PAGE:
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Introduction to Dynamic Reconfiguration
This chapter introduces you to the concepts of Dynamic Reconfiguration and hot-plug operations. It also explains the requirements and limitations of Dynamic Reconfiguration.
Topics covered in this chapter include:
Sun Fire V890 system hardware is designed to support hot-plugging of Peripheral Component Interconnect (PCI) cards. This hot-plug capability enables you to add, remove, or replace a PCI card on a powered-on system, while the rest of the system's capabilities remain unaffected.
Hot-plugging significantly reduces system downtime associated with PCI card replacement. However, the hot-plug procedure involves issuing software commands for preparing the system before removing a PCI card and for reconfiguring the operating system after installation of a new card. The Sun Fire V890 internal disk drives are also hot-pluggable components.
In contrast, Sun Fire V890 fan trays and power supplies are hot-swappable. You can remove or insert these components at any time without any prior software preparation. For more information about hot-pluggable and hot-swappable system components, refer to the Sun Fire V890 Server Owner's Guide.
Hot-plug operations for PCI cards involve Dynamic Reconfiguration (DR). Dynamic Reconfiguration is an operating system feature that enables you to reconfigure system hardware while the system is running. Using DR, you can add or replace hardware resources with little or no interruption tonormal system operations.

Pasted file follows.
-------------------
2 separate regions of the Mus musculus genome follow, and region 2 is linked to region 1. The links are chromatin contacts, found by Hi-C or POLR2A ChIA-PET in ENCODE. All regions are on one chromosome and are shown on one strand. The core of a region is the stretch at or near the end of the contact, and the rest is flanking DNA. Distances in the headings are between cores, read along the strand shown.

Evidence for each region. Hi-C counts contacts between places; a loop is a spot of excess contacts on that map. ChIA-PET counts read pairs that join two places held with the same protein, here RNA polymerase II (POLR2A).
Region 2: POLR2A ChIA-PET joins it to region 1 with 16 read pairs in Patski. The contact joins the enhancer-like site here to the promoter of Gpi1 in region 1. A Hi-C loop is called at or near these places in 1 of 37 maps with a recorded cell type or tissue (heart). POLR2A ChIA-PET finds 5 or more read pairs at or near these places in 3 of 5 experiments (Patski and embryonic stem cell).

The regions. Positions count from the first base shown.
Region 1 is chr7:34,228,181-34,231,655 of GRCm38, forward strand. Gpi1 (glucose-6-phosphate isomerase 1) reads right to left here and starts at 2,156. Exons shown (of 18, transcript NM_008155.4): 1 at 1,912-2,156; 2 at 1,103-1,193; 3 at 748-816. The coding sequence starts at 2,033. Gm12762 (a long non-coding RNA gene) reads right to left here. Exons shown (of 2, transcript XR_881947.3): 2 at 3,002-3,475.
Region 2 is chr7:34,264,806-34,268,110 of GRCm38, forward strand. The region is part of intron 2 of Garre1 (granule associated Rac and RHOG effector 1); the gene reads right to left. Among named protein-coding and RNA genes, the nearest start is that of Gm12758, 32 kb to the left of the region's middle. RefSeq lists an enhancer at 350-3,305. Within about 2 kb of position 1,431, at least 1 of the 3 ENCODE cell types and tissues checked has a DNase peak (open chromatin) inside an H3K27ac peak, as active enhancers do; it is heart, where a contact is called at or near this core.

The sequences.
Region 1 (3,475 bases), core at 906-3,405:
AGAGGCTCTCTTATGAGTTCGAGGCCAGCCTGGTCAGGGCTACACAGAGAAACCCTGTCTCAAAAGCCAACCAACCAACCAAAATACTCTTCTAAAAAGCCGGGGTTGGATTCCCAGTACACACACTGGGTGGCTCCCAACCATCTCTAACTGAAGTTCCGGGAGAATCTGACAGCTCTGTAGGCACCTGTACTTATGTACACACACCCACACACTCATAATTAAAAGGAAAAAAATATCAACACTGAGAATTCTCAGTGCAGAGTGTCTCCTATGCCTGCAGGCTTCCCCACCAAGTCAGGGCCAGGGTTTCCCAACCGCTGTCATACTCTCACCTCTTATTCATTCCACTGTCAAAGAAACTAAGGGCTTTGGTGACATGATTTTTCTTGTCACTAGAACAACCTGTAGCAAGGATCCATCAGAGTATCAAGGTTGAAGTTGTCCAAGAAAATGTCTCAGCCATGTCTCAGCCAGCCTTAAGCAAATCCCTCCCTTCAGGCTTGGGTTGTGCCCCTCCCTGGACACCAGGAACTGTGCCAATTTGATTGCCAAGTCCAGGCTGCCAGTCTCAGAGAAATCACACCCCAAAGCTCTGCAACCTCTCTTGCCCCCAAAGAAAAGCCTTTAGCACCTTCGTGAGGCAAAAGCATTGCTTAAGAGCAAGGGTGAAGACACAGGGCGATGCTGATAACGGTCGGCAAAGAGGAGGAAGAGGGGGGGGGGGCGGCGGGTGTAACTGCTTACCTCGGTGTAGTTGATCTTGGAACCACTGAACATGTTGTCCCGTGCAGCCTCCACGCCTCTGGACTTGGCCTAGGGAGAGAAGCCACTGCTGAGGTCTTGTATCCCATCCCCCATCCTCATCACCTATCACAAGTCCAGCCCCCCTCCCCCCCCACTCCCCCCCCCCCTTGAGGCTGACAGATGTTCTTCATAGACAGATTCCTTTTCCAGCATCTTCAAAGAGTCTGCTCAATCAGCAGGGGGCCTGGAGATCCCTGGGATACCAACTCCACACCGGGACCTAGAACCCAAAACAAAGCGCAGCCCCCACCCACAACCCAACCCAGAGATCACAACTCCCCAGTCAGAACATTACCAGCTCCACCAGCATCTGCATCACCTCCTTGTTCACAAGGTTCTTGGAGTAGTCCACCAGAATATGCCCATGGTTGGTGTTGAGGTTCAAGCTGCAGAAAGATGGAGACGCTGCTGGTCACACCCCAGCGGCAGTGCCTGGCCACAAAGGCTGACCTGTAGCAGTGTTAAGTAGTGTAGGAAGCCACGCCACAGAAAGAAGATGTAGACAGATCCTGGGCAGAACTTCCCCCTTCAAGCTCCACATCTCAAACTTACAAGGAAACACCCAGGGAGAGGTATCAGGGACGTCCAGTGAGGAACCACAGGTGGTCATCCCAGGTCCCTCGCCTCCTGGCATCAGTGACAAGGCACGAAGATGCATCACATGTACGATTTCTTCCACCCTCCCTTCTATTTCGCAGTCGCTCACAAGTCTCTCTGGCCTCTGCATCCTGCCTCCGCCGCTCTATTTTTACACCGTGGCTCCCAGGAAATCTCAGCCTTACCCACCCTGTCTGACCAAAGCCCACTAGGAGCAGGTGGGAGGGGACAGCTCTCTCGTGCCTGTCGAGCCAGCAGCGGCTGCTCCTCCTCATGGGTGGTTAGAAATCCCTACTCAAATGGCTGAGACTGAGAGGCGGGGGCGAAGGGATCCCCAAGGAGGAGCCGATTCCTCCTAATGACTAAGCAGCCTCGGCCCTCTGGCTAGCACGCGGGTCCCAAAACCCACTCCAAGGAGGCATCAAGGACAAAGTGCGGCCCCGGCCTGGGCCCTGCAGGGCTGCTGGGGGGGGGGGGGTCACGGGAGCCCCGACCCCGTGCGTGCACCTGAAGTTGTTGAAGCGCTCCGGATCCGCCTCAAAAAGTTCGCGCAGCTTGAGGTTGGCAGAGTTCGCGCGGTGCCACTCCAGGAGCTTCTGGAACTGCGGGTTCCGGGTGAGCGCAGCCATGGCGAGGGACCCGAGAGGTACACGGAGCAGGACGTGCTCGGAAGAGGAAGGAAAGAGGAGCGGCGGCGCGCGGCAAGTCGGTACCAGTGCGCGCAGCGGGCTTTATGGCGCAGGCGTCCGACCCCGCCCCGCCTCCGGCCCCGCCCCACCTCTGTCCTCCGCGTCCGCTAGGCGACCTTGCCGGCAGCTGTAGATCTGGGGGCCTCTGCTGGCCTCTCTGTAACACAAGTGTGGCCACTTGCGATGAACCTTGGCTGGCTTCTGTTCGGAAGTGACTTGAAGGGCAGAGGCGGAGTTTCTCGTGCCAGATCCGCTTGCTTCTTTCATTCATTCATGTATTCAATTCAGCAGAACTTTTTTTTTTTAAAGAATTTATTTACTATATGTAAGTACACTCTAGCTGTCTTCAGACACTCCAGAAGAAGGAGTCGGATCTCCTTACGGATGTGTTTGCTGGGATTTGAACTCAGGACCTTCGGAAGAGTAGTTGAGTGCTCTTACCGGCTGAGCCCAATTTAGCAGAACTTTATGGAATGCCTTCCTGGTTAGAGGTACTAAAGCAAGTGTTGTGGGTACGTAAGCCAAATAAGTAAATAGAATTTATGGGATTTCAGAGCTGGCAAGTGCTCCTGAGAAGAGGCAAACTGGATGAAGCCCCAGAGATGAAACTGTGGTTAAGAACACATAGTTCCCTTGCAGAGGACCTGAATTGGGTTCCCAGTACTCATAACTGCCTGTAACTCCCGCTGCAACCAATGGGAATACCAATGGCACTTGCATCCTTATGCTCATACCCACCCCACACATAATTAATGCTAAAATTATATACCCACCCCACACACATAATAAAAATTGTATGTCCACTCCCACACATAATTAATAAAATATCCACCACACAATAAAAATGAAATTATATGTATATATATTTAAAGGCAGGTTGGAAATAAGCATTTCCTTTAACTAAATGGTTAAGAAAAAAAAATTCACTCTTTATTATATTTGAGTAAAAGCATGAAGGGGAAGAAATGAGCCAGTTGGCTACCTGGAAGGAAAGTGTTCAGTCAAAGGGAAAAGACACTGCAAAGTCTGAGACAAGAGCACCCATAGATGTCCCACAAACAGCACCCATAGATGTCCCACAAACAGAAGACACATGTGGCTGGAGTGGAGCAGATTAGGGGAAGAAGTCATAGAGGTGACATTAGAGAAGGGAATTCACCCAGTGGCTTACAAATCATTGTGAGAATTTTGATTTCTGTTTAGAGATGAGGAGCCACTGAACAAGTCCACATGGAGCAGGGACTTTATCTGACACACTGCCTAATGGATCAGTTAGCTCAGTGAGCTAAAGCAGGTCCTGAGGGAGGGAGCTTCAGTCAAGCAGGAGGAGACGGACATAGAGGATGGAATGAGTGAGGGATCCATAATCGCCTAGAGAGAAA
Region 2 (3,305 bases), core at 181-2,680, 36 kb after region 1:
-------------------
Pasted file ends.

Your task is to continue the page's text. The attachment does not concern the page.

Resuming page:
PCI hot-plug procedures may involve software commands for preparing the system prior to removing a device, and for reconfiguring the operating system after installing a new device. In addition, certain other system requirements must be met in order for hot-plug operations to succeed. For details, see About Dynamic Reconfiguration Requirements.
For detailed PCI hot-plug procedures, see Chapter 2.
Note - You can hot-plug any standard PCI card, provided a suitable software driver exists for the Solaris Operating System, and the driver supports PCI hot-plug operations. In addition, the card must comply with the PCI Hot-Plug Specification Revision 1.1.
There are two different methods for performing PCI hot-plug operations on Sun Fire V890 systems:
The push-button method relies on push buttons and status LEDs located near each PCI card slot. To initiate a hot-plug operation, press the push button for the corresponding slot. Three status LEDs located near each slot indicate successful results or failure conditions.
The command-line method lets you perform hot-plug operations via a remote login session, a locally attached console, or an SC console. This method involves the Solaris cfgadm(1M) command, and uses the LEDs near each slot to indicate where to insert or remove the affected card.
Both hot-plug methods use the status LEDs located near each PCI slot. These LEDs indicate when it is safe to insert or remove a card from its slot, and show whether the operation has succeeded or failed. For additional details on Sun Fire V890 hot-plug status LEDs, see About the Status LEDs.
Note - Regardless of the method you use, it is often necessary to perform additional administrative steps to prepare for a hot-plug removal operation. Prior to performing a removal operation, you must ensure that the devices residing on the card are not currently in use. To identify and manually terminate usage of such devices, you can use standard Solaris Operating System commands such as mount(1M), umount(1M), swap(1M), ifconfig(1M), and ps(1).
For detailed PCI hot-plug procedures, see Chapter 2.